Additional songs by Mureau?
The four songs make up the total of the music we know by Gilles Mureau. Did he compose any music for the liturgy? We cannot know, as the sources are silent on this question, and probably it was not required of him in his professional life. On the other hand, his secular production may have been far more extended than these few songs imply. Some of them suggest a very experienced composer; more songs may hide between the numbers of anonymously preserved chansons from the period 1470-1500. However, it will be impossible to pinpoint them in the multitude using stylistic criteria alone. But we can try out some probable avenues. It is obvious to take a closer look at the manuscript Florence 176 whose repertory seems so closely linked with Central France. We must remember that apart from one or two songs, the repertory of the main writer was originally entered without any composer ascriptions at all, and that the later user added names only to the pieces he recognized. The three songs, to which Mureau’s name were added, appear in the manuscript as nos. 31, 48 and 49. As remarked above, two of the three songs had key signatures involving a flat at the high f’’. Therefore it is noteworthy that among the adjacent pieces we find two anonymous songs with flats at b’ and f’’ positions; and they are the only ones with such a key disposition in the manuscript except for Mureau’s two songs, Barbingant’s “L’omme banny”, and Johannes Raoullin’s four-part “Se suis trop jeunnette” (Florence 176 no. 73). It looks as if it could pay off to examine the three songs in Florence 176, which follow next to Mureau’s (nos. 50-52).
At the first reading, the three poems trigger the thought that they could be by the same author (Mureau?), because they share the play on the traditional allegorical personifications of 15th century literature: Faulx Rapport, Bel Acueil and Male Bouche respectively (Slander, Warm Welcome and Gossip). But the bringing together of these themes could just as well be the responsibility of the person who collected the repertory of the exemplar as they should be works of the same poet. It does, however, whet the appetite. Can we find songs, which ought to be ascribed to Mureau among these songs? They are edited in the Appendix with their texts, which again had to be recovered from other sources.
At once we can assert that the evidence presented by the key signature combinations is unexciting; their function is different from the one relevant to the two chansons by Mureau. In one case (no. 52) the two-flat signature even appears to be caused by a misreading of the exemplar. The flats at the high f’’-position are in both cases simple indications that the songs are written in a high tessitura; this fact is of course in itself of interest.
Florence 176 no. 50, »Que feray, las, fors languir en destresse« (ff. 75v-77) is a candidate for an ascription to Mureau in spite of its ‘normal’ tessitura and voice distribution with a low contratenor. The poem, a rondeau, is artfully made in rich rimes léonines, and its setting pays close attention to the words. The syllabic setting of the important 3rd verse line (important in the refrain as well as in the couplet and tierce) is congruent with the style of Mureau. The drive of repeated cadences in the lower voices counterbalances the static superius (bb. 25-29) and the contratenor’s participation in the declamation of the last half of the line are both quite original creations in the vein of Mureau. Moreover, the imitation figure starting in bar 19 is clearly related to the corresponding figure heard in bars 13 ff of »Tant fort me tarde ta venue«.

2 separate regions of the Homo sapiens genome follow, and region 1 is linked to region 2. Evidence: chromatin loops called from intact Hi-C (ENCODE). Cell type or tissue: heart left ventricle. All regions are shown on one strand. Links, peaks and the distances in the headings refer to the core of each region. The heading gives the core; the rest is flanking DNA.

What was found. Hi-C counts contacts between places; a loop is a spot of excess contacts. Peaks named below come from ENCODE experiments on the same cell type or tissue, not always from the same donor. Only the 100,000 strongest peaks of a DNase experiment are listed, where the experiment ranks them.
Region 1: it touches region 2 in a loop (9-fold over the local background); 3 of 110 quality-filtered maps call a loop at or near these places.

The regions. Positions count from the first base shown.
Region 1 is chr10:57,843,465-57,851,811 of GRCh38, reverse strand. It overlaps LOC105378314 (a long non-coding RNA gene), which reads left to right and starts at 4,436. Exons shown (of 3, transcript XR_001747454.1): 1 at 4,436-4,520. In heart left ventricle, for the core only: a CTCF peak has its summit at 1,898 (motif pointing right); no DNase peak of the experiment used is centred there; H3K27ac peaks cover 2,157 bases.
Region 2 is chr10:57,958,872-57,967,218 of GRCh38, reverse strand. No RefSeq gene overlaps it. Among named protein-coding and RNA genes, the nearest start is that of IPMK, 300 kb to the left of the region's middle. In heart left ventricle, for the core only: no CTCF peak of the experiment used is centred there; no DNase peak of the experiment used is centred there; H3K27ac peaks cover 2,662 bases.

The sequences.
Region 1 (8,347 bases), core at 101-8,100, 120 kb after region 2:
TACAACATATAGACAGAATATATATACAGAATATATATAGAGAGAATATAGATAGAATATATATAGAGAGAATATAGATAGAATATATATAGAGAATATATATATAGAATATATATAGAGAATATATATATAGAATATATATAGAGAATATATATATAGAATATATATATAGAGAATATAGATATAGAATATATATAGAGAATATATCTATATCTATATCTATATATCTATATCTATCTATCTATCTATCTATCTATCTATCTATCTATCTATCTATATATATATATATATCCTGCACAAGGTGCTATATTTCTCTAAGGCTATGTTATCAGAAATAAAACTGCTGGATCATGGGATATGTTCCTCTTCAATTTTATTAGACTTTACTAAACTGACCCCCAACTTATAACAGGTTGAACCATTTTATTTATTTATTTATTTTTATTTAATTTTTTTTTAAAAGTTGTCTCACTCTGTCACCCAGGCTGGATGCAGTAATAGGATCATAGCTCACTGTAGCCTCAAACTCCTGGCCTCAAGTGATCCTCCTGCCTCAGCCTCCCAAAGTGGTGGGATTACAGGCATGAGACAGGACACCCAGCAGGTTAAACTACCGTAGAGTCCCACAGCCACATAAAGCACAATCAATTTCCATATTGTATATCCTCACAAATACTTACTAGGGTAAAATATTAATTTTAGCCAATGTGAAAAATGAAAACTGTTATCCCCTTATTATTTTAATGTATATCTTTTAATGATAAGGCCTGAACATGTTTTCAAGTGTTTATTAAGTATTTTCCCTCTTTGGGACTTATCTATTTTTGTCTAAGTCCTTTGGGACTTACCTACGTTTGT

No. 51, »Je te veulx desavouer oeil« (ff. 77v-79), which just like the preceding is found in two additional sources, is likewise a candidate. Its poem, a bergerette, is in rimes équivoques as are Mureau’s best efforts. It is composed for three voices in high tessitura with the contratenor crossing above the tenor several times. Again we find the clear declamation of the words alternating with melismatic passages – with the upper voice in calm dominance. The couplets are rhythmically differentiated from the first section, but there is an unmistakable thematic relation between the two sections creating an interesting mood of unity. Compare also the upper voice’s setting of the second line (bb. 7-13) with »Pensez y se le povez faire« bars 25-32.
Contrary to this, the unique rondeau no. 52, »Qu’en a affaire Male Bouche« (ff. 79v-81) appears a bit slight in comparison. Its poem is in rimes léonines and could be from Mureau’s hand, but the music is different from all the other songs. It is again for an upper voice in high tessitura and two lower voices in the same range, but it opens with a three-part imitation at the unison based on the C-hexachord, which is presented plainly in the contratenor and tenor, and its expressive range seems restricted. For example, the tenor seems stuck within the C-hexachord except for a few bars before the medial cadence. Of course, this song like »Tant fort me tarde« could be an early work from the hand of Mureau, but it does not sound like his music.
The investigation of the most obvious place to look for additional chansons by Mureau has unearthed two quite probable candidates for an ascription and one doubtful. But in order to be sure of any authorship we will need to discover new sources; and Florence 176 can tell us only about music from the early years of Mureau’s long life in Chartres.
PWCH, August 2011